The scoring function, which determines the payoff to the individual players, is a parameter of CT game instances and may depend on a variety of factors. At its simplest, it may consist of a weighted sum of such components as: whether the individual reached the goal, the final distance of the agent from the goal, the final number of chips the agent held. The scoring function may be varied to reflect different possible social policies and utility trade-offs, establishing a context in which to investigate the effects of different decision-making mechanisms.

For example, by varying the relative weights of individual and group good in the scoring function we can make collaborative behavior may become more or less beneficial. Despite the simplicity of the rules, play of CT is able to model a broad range of aspects of task situations in which a group of agents perform actions; it allows for scenarios in which agents act as individuals or in teams or both. Traversing a path through the board corresponds to performing a complex task the constituents of which are the individual tasks represented by each square. Different colors represent different tasks. The existence of multiple paths to a goal corresponds to the availability of different "recipes" or methods for achieving goals. The possession of a chip of a particular color corresponds to having the skills and resources needed for a task, and being able to deploy them at the appropriate time. Not all players get chips of all colors much as agents have different capabilities, availability, and resources. The exchange of chips corresponds to agents producing the intended effects of actions for each other; in different domain settings an exchange could be taken to correspond to agents providing resources to each other, doing tasks for them, or enabling them in some other way to do tasks they otherwise could not do. The game environment may be set to model different knowledge conditions as well. For example, varying the amount of the board an agent can "see" corresponds to varying information about task constituents or resource requirements, whereas varying the information players have about each other's chips corresponds to varying information agents have about the capabilities of others. Various requirements on player objectives, goal squares, and paths correspond to different types of group activities and collaborative tasks. To distinguish cooperative settings from those in which agents act independently, the scoring function may have a significant factor in which an agent's reward depends on others' performance.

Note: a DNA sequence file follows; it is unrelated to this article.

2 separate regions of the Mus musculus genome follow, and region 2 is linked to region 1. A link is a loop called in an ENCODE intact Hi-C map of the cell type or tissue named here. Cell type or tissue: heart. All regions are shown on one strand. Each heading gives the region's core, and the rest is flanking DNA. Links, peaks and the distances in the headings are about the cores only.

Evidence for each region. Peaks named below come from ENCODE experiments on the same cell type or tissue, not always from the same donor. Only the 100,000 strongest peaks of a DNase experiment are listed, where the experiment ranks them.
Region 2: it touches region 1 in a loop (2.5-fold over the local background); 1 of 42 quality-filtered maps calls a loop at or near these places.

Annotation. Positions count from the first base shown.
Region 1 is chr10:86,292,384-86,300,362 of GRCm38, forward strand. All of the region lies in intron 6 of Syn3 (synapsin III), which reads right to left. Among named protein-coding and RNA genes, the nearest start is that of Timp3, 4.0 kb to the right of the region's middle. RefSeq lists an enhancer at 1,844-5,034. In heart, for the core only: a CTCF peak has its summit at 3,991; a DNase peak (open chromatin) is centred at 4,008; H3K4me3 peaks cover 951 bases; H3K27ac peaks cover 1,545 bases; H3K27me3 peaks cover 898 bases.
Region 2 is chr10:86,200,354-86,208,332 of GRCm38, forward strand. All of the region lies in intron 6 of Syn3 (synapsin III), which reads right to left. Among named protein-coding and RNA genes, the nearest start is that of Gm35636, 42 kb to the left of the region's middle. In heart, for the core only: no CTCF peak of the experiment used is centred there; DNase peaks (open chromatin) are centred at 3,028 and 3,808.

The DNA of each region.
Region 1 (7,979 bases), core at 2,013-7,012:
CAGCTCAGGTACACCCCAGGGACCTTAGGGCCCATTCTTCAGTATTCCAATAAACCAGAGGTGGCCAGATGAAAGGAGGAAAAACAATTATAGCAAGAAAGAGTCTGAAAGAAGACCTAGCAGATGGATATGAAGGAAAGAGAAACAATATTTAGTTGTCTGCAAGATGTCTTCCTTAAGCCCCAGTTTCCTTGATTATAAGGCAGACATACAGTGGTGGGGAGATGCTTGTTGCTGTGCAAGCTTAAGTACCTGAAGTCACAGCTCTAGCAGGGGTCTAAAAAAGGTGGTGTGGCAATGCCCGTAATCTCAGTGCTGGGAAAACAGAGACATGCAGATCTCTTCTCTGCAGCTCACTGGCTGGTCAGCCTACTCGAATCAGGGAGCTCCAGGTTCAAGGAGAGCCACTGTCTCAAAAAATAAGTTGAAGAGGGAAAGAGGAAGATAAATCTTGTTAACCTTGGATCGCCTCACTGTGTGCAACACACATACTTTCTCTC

Tags

artificial-intelligence education human-comptuer-decision-making multi-agent-systems